The effect of the notice to quit and the issuing of the possession proceedings was to interfere with the Applicant’s right to respect for his home.
Although the interference was in accordance with the law, pursuing the legitimate aim of protecting the rights and freedoms of others to regain possession and apply the statutory scheme for housing provision properly, the question was whether this interference was proportionate to the aim pursued, and thus “necessary in a democratic society”.
In so finding this the Court said, “The loss of one’s home is a most extreme form of interference with the right to respect for the home. Any person at risk of an interference of this magnitude should in principle be able to have the proportionality of the measure determined by an independent tribunal in light of the relevant principles under Article 8 of the Convention, notwithstanding that, under domestic law, his right of occupation has come to an end” [paragraph 50].
If the Local Authority followed the statutory scheme to evict the Applicant, for instance Ground 2A – domestic violence, then it could well be reasonable to grant the possession order. However, the Local Authority chose to bypass the statutory scheme via their request to Mrs McCann to sign a notice to quit. The authority had, seemingly, not given any consideration to the Applicant’s right to respect for his home.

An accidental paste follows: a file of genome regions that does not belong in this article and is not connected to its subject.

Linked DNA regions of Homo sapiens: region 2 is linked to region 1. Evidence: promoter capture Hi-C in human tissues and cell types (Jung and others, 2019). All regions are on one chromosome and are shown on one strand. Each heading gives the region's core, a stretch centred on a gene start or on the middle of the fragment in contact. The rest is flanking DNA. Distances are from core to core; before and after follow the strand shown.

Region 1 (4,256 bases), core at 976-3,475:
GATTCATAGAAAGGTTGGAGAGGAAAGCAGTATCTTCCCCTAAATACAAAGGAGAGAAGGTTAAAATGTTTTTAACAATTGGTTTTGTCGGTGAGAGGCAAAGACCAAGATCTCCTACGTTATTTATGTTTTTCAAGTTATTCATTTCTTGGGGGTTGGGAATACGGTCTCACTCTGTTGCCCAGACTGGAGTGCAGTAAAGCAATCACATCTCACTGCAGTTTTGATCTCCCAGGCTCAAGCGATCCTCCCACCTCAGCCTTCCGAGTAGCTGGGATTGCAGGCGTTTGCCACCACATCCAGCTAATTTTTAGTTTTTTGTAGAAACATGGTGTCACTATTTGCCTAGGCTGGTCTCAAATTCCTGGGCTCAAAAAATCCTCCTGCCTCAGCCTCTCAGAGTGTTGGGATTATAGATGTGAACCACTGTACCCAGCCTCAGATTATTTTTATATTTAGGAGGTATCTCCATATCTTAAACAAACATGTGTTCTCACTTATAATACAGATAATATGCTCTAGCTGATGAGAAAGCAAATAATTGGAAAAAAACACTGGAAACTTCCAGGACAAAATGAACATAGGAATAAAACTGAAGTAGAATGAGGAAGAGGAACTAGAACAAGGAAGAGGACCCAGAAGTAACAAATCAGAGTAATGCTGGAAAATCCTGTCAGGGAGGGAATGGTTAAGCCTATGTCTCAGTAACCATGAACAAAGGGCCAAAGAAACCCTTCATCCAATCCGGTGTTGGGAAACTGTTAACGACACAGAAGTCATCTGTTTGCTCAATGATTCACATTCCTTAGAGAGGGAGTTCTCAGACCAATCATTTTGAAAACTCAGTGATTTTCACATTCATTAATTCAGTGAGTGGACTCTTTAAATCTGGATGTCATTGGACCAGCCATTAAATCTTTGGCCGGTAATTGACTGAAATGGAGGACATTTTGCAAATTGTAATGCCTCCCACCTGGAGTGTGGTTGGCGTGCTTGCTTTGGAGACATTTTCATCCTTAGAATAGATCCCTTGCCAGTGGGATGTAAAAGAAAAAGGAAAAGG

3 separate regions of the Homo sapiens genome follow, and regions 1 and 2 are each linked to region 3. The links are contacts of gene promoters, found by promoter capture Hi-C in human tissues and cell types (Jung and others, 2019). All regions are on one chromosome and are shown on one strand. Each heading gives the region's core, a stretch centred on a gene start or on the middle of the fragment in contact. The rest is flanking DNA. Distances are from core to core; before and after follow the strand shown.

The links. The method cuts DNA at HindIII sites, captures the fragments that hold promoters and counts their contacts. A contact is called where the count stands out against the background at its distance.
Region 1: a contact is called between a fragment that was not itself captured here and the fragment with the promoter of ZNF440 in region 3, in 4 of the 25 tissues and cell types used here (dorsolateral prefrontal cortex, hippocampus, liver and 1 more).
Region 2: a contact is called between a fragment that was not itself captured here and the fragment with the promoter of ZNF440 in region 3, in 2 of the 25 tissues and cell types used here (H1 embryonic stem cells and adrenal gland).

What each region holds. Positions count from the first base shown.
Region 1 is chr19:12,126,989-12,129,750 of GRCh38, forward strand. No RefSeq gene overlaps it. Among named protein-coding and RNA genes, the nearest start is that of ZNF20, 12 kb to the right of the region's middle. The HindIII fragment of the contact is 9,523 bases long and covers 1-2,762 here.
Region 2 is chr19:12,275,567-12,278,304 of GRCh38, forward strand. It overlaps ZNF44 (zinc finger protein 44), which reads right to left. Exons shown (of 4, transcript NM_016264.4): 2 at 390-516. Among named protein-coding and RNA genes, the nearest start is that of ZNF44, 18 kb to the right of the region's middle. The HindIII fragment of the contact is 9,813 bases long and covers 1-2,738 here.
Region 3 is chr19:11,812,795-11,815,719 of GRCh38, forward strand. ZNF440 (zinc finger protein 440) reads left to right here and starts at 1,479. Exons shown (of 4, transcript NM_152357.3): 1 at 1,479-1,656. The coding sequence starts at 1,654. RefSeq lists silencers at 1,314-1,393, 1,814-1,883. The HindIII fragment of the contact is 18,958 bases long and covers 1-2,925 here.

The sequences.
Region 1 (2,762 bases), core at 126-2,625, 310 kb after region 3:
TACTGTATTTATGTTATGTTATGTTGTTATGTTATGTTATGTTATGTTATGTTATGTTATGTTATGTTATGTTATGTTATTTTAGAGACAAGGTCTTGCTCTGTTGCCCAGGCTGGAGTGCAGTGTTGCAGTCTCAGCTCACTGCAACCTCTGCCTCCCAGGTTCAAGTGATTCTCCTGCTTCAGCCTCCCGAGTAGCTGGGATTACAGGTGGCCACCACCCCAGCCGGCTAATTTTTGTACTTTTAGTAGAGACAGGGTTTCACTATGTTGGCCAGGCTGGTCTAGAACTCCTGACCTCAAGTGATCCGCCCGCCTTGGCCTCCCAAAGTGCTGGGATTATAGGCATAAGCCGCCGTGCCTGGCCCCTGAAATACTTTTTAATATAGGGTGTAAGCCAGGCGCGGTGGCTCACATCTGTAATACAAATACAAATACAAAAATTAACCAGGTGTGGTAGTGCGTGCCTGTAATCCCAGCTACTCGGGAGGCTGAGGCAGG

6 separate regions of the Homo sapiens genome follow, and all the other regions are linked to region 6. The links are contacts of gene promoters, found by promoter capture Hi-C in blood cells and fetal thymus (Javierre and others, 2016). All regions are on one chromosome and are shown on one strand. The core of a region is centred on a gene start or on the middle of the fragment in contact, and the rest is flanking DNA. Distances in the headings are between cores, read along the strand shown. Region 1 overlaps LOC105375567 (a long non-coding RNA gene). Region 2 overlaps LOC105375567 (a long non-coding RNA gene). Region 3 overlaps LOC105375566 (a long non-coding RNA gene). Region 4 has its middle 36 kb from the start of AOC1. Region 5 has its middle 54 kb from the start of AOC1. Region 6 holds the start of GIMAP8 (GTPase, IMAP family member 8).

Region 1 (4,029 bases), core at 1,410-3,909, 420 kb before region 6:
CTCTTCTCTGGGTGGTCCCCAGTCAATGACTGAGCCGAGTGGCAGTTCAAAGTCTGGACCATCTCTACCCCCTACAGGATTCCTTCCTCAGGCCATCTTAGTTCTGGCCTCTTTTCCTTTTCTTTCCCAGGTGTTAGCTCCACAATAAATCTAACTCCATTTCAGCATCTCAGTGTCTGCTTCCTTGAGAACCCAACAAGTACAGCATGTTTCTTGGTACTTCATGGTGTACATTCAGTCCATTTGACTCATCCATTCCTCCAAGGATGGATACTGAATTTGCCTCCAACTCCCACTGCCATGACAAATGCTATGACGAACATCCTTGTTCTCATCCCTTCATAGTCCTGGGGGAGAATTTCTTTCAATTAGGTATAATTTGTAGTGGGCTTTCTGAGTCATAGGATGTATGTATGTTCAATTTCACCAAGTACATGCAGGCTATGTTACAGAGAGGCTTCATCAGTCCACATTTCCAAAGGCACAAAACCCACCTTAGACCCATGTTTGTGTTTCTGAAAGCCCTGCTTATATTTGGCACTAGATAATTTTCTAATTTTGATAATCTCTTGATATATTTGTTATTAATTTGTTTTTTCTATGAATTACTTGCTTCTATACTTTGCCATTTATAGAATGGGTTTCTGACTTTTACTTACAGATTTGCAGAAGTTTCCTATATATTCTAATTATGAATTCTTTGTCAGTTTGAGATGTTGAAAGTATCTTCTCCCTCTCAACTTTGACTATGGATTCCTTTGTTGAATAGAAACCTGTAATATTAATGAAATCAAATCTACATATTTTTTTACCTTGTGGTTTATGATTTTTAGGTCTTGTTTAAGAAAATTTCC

The Court also found that the procedural fairness requirements in Article 8 meant that the judicial review proceedings did not give a suitable opportunity to examine the proportionality of the interference. Therefore the decisions of Kay and Qazi are not consistent with Article 8 of the Convention.
The initial starting point of any analysis of the impact of McCann is to whom does it apply? In Kay v. Lambeth Borough Council the House of Lords constituted itself as a seven judge committee rather than the standard five, and subsequently they were unanimous in their decision to limit their consideration to cases where the landlord was a public authority.
Under the Human Rights Act 1998 section 6(3(b)) a “public authority includes any person certain of whose functions are functions of a public nature”, and, section 6(5) “in relation to a particular act, a person is not a public authority by virtue only of subsection (3)(b) if the nature of the act is private”. Overall this is particularly non-specific and, unlike legislation including the Freedom of Information Act and the Race Relations Act, there is no list of “public authorities” attached. Given recent case law it must be said that Housing Associations and Registered Social Landlords are not public authorities, within the context of the Human Rights Act (although for some LSVT organisations this is still arguable). Although the Housing Corporation classes RSLs as public authorities for the purpose of VAT and EU/public procurement law, just to muddy the issue.